When you siege a castle it means to have an army surround a castle or city and attack it with many different kinds of weapons. While many people in the city or castle are stuck in there attacking you. People in the Middle Ages did this so they can own the castle or city.
One weapon people in the Middle Ages used to siege a castle was a called catapult. catapults were used to throw objects in the castle or city such as rotting animal corpse, dead infected bodies with The Black Plague, and flaming objects.
How a catapults works is by putting whatever harmful object in the bucket. Then you tie the rope to the ground or you can hold on to it and pull back. After that you either cut the rope or you let go of the rope. Which launches the object to the castle or city very fast and quickly.
A fun fact about a catapult is that there are three types of catapults such as, ballista, mangonels, and a trebuchet. All of these catapults did the same thing but they were all very different models.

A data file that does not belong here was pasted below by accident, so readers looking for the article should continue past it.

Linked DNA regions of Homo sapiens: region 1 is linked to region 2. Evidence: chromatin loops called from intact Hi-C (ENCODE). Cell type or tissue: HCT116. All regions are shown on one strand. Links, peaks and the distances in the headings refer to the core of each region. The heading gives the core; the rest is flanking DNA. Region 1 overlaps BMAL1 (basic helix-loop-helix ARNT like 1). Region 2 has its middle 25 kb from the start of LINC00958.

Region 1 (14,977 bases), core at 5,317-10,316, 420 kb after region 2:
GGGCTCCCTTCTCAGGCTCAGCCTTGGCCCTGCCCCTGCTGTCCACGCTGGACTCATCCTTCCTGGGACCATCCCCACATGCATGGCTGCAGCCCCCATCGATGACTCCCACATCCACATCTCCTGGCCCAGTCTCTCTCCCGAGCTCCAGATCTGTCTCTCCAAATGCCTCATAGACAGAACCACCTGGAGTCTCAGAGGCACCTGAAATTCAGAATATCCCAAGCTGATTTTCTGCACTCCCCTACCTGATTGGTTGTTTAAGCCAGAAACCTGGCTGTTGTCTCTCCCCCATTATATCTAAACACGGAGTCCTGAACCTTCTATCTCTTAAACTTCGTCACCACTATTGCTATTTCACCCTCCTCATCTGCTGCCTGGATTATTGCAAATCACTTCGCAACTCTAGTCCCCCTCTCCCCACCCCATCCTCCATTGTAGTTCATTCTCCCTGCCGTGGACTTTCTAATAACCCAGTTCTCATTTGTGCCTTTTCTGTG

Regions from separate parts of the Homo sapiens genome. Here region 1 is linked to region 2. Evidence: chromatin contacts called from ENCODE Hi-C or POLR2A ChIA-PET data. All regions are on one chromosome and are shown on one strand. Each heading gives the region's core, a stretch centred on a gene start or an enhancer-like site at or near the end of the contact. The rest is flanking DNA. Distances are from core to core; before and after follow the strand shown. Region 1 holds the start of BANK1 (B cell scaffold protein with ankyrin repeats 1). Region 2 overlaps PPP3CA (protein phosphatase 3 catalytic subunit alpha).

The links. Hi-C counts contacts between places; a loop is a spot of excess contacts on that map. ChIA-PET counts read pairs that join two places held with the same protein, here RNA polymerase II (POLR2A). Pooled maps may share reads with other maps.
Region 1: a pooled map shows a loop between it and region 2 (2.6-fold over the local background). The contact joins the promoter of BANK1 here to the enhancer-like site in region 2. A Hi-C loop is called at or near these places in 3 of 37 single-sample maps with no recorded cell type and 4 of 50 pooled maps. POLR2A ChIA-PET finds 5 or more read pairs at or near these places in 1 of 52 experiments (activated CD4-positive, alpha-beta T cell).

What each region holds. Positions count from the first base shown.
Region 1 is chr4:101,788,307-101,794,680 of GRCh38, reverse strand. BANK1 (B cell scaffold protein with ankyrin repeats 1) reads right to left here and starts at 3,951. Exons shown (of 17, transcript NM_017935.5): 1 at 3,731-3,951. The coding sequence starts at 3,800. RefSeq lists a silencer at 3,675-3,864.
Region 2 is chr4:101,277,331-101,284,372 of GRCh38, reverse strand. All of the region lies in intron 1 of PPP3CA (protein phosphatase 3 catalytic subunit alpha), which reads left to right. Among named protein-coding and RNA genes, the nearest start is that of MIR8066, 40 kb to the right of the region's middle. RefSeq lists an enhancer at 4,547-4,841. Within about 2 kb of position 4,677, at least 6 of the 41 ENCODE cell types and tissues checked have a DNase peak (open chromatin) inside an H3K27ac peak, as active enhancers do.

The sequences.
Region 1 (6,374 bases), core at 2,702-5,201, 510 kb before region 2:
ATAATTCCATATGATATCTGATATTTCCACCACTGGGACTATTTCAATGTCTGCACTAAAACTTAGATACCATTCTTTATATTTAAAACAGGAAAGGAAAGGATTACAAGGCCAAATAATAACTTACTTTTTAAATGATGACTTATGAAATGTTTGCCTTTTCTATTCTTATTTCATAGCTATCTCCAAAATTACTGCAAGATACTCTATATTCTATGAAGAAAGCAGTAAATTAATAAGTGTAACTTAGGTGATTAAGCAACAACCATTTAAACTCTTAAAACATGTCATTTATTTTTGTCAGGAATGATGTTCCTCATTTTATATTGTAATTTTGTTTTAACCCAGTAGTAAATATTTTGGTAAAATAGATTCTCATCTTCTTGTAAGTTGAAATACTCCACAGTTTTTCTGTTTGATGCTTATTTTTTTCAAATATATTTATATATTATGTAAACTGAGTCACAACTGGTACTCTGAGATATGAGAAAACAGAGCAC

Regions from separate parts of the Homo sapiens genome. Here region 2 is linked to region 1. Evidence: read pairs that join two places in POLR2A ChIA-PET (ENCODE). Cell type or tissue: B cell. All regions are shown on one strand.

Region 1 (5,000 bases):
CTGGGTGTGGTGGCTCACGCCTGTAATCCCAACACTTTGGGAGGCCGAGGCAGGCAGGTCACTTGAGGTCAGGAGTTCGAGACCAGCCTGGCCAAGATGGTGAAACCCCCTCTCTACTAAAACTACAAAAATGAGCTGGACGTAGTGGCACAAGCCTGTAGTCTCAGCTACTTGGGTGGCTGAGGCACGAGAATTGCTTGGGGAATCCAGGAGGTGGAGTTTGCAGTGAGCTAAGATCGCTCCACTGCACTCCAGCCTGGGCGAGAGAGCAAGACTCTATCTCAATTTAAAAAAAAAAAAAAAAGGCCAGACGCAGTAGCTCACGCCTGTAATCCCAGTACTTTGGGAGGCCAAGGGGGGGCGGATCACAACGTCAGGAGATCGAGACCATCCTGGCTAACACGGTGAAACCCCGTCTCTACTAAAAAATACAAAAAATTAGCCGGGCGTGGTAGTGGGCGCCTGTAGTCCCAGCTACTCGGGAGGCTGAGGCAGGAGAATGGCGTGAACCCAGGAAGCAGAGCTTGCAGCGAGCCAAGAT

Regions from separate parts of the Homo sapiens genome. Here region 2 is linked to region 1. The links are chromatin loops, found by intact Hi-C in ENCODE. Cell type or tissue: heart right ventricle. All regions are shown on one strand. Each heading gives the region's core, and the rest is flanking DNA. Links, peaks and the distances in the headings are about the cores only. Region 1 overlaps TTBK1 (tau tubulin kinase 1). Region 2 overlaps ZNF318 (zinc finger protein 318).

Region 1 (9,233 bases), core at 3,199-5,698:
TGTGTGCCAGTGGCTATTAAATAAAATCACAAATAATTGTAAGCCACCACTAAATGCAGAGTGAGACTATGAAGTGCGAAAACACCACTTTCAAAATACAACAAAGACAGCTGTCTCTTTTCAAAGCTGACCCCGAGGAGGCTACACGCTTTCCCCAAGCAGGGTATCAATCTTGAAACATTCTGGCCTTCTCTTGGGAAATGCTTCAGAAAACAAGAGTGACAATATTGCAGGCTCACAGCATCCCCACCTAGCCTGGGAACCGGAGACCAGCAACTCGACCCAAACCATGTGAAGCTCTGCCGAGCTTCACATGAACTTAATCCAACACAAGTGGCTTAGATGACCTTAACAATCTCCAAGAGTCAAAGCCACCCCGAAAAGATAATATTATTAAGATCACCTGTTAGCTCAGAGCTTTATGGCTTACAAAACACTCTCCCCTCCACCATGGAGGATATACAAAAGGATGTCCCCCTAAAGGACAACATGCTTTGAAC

Another fun fact about catapults is that they were made out of wood. They used lots of wood from the forests to make the different types of catapults. Also the commander chose the types of catapults to build. In addition to that it was very difficult to transport the catapults to the battle.
The catapult that did more damage was the trebuchet. The trebuchet had greater energy than the other two catapults. It could knock down castle walls and strike an enemy and do greater damage to the enemy. It also had a high speed.
Medieval Castles have many great features. A great feature they had was that they had barbicans and moats. Barbicans were filled with deadly traps such as slits arrows and boiling oils. Last but not least, they also had a Keep which was a very strong tower. The towers of the castle were for decorative purposes and for defenders to shoot the outsiders.
Websites: http://www.dictionary.com/browse/siege, http://sciencing.com/were-catapults-used-medieval-times-8126096.html, http://www.real-world-physics-problems.com/catapult-physics.html, http://www.exploring-castles.com/castle_designs/medieval_castle_layout/